Bits and Breathing: What’s the Relationship?

Mouth-gaping caused by bit pain could make it difficult for horses to breathe, researchers say.

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Bits and Breathing: What
Mouth-gaping caused by bit pain could put the horse’s mouth, tongue, and throat in positions that make it difficult for him to breathe. | Photo: iStock
By and large, owners and riders take steps to ensure their horses are always able to perform at their best. But is something as simple as putting a bridle on undoing all your hard work and actually hampering your horse’s performance? It’s possible.

Researchers in New Zealand say the tack we use and the way we ride could affect not only a horse’s capacity for breathing but also his feelings of breathlessness. And this could compromise his health, performance, and welfare.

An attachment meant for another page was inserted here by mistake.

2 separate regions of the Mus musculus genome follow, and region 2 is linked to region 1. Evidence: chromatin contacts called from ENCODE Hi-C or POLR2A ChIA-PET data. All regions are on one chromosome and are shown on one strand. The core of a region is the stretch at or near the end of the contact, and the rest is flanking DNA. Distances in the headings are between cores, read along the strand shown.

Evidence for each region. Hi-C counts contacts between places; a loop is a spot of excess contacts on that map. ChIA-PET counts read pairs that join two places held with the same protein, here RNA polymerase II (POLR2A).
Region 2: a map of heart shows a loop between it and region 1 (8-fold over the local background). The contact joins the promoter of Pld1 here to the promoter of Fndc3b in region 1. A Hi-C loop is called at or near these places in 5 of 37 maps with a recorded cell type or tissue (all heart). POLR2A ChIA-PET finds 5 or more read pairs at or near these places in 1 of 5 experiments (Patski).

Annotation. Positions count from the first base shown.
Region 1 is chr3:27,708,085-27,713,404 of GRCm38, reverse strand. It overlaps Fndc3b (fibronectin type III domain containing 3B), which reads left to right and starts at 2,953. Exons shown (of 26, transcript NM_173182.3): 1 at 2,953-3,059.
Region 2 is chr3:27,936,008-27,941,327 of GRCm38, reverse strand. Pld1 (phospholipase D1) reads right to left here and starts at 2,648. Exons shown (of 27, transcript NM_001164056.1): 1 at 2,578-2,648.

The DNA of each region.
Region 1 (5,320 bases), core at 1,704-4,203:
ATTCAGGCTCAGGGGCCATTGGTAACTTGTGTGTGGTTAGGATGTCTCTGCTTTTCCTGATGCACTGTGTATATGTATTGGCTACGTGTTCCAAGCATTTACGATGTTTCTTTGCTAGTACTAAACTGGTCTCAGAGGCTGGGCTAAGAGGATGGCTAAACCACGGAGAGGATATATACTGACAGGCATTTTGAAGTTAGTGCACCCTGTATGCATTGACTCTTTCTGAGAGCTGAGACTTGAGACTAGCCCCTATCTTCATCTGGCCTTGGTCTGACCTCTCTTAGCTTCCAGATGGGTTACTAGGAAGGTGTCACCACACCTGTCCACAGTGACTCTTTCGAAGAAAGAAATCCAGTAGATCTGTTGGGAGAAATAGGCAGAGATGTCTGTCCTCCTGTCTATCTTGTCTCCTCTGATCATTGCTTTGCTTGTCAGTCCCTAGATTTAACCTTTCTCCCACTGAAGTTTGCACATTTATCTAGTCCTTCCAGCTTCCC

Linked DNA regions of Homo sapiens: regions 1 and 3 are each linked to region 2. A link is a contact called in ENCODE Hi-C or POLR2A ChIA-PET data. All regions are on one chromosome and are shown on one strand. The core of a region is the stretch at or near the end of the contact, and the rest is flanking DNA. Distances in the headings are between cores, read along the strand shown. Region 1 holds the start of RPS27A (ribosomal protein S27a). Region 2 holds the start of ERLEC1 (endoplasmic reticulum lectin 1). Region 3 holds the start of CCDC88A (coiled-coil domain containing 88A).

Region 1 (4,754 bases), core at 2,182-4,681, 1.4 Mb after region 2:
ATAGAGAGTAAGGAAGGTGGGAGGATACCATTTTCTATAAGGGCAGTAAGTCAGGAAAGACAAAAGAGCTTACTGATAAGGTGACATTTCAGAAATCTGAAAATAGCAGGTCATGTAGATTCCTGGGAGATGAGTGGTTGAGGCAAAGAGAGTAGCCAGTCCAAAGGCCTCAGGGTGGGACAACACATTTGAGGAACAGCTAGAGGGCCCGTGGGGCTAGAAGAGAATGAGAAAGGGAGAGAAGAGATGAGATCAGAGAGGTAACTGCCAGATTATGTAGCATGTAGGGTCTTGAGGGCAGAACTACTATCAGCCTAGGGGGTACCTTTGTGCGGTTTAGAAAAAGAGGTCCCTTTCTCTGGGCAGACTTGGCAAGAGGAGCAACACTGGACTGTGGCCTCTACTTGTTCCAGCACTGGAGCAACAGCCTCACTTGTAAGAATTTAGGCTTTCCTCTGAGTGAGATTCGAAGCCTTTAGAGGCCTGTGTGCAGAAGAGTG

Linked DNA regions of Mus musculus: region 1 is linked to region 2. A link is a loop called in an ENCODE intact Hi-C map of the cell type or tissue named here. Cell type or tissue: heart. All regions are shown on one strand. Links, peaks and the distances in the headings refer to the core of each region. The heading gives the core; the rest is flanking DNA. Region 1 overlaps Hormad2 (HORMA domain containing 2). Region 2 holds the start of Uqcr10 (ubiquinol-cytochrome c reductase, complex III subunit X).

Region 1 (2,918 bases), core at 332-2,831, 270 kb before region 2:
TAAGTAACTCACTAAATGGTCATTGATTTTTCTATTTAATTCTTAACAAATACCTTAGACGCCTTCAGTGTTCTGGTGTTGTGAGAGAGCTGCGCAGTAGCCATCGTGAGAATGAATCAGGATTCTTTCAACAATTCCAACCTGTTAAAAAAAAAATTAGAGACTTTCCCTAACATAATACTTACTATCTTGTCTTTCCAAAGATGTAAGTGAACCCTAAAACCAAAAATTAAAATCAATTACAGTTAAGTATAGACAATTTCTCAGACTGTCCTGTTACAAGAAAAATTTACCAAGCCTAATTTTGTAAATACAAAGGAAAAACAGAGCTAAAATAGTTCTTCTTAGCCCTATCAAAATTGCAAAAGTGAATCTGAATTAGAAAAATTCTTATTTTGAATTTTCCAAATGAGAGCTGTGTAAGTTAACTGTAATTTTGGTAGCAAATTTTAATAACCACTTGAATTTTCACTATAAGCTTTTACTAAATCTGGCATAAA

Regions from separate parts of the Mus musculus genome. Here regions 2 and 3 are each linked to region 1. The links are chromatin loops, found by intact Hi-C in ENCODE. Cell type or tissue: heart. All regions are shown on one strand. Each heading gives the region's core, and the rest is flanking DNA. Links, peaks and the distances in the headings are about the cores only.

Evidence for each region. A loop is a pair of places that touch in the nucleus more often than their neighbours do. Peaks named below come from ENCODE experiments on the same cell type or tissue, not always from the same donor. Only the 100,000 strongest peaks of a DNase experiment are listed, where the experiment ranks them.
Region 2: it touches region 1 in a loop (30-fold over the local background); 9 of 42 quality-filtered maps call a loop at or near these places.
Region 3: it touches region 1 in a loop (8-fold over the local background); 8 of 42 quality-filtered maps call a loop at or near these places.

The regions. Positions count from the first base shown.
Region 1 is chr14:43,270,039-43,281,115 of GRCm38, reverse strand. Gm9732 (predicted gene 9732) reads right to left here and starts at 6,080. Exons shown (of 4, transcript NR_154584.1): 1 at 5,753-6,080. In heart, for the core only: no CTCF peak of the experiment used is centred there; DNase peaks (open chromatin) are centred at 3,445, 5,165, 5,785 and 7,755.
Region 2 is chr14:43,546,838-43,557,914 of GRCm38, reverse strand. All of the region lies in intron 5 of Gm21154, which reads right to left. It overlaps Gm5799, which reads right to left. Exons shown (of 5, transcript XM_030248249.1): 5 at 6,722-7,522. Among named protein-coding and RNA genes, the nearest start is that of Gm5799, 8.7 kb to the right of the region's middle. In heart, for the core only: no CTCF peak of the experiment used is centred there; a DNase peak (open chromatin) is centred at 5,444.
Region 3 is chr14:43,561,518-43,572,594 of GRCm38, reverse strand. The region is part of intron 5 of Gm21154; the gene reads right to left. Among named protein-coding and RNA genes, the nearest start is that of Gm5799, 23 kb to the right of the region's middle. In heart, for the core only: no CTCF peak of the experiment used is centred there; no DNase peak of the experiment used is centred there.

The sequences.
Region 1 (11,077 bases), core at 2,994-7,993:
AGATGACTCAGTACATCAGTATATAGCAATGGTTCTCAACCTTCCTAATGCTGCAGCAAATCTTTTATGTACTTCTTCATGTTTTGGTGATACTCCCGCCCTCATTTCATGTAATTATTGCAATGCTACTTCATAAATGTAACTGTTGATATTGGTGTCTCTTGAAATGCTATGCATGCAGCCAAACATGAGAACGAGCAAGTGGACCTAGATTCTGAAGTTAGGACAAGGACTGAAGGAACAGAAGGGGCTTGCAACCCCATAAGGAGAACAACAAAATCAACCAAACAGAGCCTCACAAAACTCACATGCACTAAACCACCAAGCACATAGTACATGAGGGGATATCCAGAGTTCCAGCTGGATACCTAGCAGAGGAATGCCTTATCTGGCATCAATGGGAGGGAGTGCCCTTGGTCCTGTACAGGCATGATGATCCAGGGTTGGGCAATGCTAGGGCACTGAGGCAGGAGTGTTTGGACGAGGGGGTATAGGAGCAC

Mouth-gaping caused by bit pain could put the horse’s mouth, tongue, and throat in positions that make it difficult for him to breathe, said David J. Mellor, BSc (Hons), PhD, HonAssocRCVS, ONZM, professor of animal welfare science and foundation director of the Animal Welfare Science and Bioethics Centre at Massey University, in Palmerston, New Zealand.

“The horse is an ‘obligate nasal breather,’ ” meaning they can only breathe through their noses, not their mouths, Mellor said. “So any factors that interfere with that, especially when breathing is near maximum levels during vigorous exercise, will impair athletic performance

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Passionate about horses and science from the time she was riding her first Shetland Pony in Texas, Christa Lesté-Lasserre writes about scientific research that contributes to a better understanding of all equids. After undergrad studies in science, journalism, and literature, she received a master’s degree in creative writing. Now based in France, she aims to present the most fascinating aspect of equine science: the story it creates. Follow Lesté-Lasserre on Twitter @christalestelas.

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